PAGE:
I’ve been talking a lot about inflation lately. Some measures of inflation have certainly been surprising, but maybe none have surprised me more than what I personally see at the grocery store. I continue to believe that inflation data is somewhat distorted by COVID-19 effects. We are keeping an eye on inflation and have been adjusting our strategy in anticipation of dealing with higher inflation over the long term.
Every year since 1975, the Social Security Administration has automatically adjusted its benefit payments upward to account for inflation. The goal is for the payments to keep pace with the cost of living that recipients are experiencing. For the past decade, these inflation adjustments have been fairly modest as illustrated in the chart below. During 2009, 2010 and 2015, there were no increases and many of the other raises were 2% or less.
That could change in the coming year as a result of higher inflation. The Consumer Price Index increased 5.4% in June from a year earlier, which is the largest gain since 2008. Extrapolating from the first six months of inflation data, The Senior Citizens League has estimated that the Social Security cost-of-living adjustment for 2022 might be at or around 6.1%. That would be the largest one-year increase since the terrible high inflation days of 1983.
Social Security increases are tied to the Consumer Price Index for Urban Wage Earners and Clerical Workers (CPI-W). Some economists believe that the CPI-W tends to undercount the cost-of-living increases that many people experience. This is especially true for seniors with budgets more closely tied to housing and health care costs and less to food, apparel, transportation and recreation.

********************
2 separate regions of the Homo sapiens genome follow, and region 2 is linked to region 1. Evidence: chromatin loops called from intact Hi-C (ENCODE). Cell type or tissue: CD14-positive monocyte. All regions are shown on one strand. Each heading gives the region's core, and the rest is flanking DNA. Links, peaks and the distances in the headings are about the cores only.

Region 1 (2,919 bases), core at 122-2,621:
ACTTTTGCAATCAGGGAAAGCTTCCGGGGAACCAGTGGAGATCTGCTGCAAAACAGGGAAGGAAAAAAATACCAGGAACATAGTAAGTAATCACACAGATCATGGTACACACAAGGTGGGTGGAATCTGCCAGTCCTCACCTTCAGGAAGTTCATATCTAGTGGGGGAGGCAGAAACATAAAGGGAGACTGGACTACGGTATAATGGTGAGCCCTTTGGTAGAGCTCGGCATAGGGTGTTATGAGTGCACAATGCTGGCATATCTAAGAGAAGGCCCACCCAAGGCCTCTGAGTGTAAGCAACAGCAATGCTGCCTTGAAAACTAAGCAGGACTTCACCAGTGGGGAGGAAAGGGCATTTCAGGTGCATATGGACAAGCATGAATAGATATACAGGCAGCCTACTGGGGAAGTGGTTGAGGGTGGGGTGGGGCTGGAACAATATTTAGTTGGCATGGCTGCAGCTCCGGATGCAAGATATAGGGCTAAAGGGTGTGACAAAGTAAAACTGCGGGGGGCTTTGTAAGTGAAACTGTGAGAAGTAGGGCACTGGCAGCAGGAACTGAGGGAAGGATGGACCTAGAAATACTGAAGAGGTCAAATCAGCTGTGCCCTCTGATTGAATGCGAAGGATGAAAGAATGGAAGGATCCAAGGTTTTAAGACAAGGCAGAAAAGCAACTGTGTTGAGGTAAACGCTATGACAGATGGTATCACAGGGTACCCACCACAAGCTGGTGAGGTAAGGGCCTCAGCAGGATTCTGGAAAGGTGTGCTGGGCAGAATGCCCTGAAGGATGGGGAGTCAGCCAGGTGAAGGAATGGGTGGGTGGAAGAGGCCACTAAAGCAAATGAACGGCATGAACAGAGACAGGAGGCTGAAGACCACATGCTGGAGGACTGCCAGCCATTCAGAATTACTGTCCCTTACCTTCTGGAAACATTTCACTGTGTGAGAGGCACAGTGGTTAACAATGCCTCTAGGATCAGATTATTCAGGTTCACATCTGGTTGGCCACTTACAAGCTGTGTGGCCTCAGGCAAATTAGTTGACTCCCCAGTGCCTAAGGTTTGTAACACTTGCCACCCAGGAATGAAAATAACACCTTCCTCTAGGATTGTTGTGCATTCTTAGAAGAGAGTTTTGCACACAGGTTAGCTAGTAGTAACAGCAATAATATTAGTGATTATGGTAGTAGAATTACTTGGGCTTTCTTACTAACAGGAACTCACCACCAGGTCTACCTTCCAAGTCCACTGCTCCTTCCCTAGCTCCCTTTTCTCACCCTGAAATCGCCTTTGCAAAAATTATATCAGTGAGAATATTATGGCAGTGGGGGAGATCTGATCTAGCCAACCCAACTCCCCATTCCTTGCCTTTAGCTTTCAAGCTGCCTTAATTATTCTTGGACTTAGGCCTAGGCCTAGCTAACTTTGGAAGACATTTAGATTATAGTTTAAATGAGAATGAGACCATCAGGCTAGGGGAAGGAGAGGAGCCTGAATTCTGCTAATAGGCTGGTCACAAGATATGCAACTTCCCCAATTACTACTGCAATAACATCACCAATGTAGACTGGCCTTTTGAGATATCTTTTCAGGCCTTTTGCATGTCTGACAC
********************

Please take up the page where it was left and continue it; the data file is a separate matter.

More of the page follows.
The Fair COLA for Seniors Act of 2021, a new bill in Congress, proposes to change Social Security’s measure of inflation from CPI-W to CPI-E, which is the Consumer Price Index for the Elderly. The U.S. Bureau of Labor Statistics has been calculating CPI-E since 1985. This shift, endorsed by the Biden Administration, would have resulted in a 1.4% upward adjustment last year (vs. the 1.3% figure used by the Social Security Administration), a 1.9% increase in 2020 (vs. 1.6%), 2.8% in 2019 (vs. 2.6%), 2.1% in 2018 (vs. 2.0%) and a much bigger increase in 2017 from 0.3% up to 1.5%. Comparing the two measures of inflation over time, economists estimate that the CPI-E cost adjustments over 25 years would push benefits 5% higher than the existing CPI-W index increase calculation that we use today.
The Social Security Administration has published a lengthy analysis of the differences in the various inflation measures and its analysis suggests that even though healthcare costs are weighted more heavily in the elderly CPI statistics, the prices actually paid by the elderly for health care, medications and hospital costs may be different from the general population calculations of inflation that are embedded in CPI-E. Also, as the homes owned by the elderly increase in value, their out-of-pocket payments for property taxes and insurance premiums may be more volatile than they are for their younger peers.
Bottom Line: We are all different and have unique lifestyles. Our individual experience with inflation is just that – individual. We see inflation as both a reality and a risk, but we do not believe we are headed toward uncontrolled inflation.
Sources:E-Newsletter, Retirement Planning